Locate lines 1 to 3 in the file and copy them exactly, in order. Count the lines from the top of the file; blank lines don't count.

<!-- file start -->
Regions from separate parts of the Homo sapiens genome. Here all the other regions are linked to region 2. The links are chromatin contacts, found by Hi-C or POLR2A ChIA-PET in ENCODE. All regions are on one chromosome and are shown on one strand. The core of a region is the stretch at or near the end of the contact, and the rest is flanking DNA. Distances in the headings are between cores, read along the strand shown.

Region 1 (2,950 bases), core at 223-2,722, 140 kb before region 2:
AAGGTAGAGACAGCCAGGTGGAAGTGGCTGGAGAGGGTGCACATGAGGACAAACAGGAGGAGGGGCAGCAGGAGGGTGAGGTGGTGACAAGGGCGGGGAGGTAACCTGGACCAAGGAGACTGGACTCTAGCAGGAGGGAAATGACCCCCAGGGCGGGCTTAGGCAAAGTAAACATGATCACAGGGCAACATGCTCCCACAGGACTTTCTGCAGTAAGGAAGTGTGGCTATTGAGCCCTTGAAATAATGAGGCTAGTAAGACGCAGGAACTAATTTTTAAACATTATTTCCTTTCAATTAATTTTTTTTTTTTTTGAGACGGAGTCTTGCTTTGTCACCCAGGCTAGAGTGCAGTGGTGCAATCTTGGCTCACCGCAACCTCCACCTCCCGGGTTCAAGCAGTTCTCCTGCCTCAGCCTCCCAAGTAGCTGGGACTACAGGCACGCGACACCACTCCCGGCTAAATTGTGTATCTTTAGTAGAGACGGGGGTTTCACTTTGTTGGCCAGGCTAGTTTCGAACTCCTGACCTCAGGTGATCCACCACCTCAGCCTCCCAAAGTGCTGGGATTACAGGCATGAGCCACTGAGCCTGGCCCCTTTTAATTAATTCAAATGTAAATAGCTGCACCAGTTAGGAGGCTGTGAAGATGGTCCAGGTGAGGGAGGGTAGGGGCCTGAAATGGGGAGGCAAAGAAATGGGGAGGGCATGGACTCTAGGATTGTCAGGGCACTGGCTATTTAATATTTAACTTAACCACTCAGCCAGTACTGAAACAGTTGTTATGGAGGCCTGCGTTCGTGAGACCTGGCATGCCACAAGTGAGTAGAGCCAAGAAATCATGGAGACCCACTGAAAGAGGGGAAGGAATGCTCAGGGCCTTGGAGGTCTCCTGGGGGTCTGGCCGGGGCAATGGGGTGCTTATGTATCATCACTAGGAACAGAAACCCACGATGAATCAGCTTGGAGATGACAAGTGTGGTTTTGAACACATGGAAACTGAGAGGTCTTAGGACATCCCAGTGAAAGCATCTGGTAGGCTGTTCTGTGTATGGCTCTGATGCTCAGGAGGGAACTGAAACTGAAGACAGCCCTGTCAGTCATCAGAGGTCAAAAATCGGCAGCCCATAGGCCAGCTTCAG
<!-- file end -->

Regions from separate parts of the Homo sapiens genome. Here all the other regions are linked to region 2. The links are chromatin contacts, found by Hi-C or POLR2A ChIA-PET in ENCODE. All regions are on one chromosome and are shown on one strand. The core of a region is the stretch at or near the end of the contact, and the rest is flanking DNA. Distances in the headings are between cores, read along the strand shown.

Region 1 (2,950 bases), core at 223-2,722, 140 kb before region 2:
AAGGTAGAGACAGCCAGGTGGAAGTGGCTGGAGAGGGTGCACATGAGGACAAACAGGAGGAGGGGCAGCAGGAGGGTGAGGTGGTGACAAGGGCGGGGAGGTAACCTGGACCAAGGAGACTGGACTCTAGCAGGAGGGAAATGACCCCCAGGGCGGGCTTAGGCAAAGTAAACATGATCACAGGGCAACATGCTCCCACAGGACTTTCTGCAGTAAGGAAGTGTGGCTATTGAGCCCTTGAAATAATGAGGCTAGTAAGACGCAGGAACTAATTTTTAAACATTATTTCCTTTCAATTAATTTTTTTTTTTTTTGAGACGGAGTCTTGCTTTGTCACCCAGGCTAGAGTGCAGTGGTGCAATCTTGGCTCACCGCAACCTCCACCTCCCGGGTTCAAGCAGTTCTCCTGCCTCAGCCTCCCAAGTAGCTGGGACTACAGGCACGCGACACCACTCCCGGCTAAATTGTGTATCTTTAGTAGAGACGGGGGTTTCACTTTGTTGGCCAGGCTAGTTTCGAACTCCTGACCTCAGGTGATCCACCACCTCAGCCTCCCAAAGTGCTGGGATTACAGGCATGAGCCACTGAGCCTGGCCCCTTTTAATTAATTCAAATGTAAATAGCTGCACCAGTTAGGAGGCTGTGAAGATGGTCCAGGTGAGGGAGGGTAGGGGCCTGAAATGGGGAGGCAAAGAAATGGGGAGGGCATGGACTCTAGGATTGTCAGGGCACTGGCTATTTAATATTTAACTTAACCACTCAGCCAGTACTGAAACAGTTGTTATGGAGGCCTGCGTTCGTGAGACCTGGCATGCCACAAGTGAGTAGAGCCAAGAAATCATGGAGACCCACTGAAAGAGGGGAAGGAATGCTCAGGGCCTTGGAGGTCTCCTGGGGGTCTGGCCGGGGCAATGGGGTGCTTATGTATCATCACTAGGAACAGAAACCCACGATGAATCAGCTTGGAGATGACAAGTGTGGTTTTGAACACATGGAAACTGAGAGGTCTTAGGACATCCCAGTGAAAGCATCTGGTAGGCTGTTCTGTGTATGGCTCTGATGCTCAGGAGGGAACTGAAACTGAAGACAGCCCTGTCAGTCATCAGAGGTCAAAAATCGGCAGCCCATAGGCCAGCTTCAG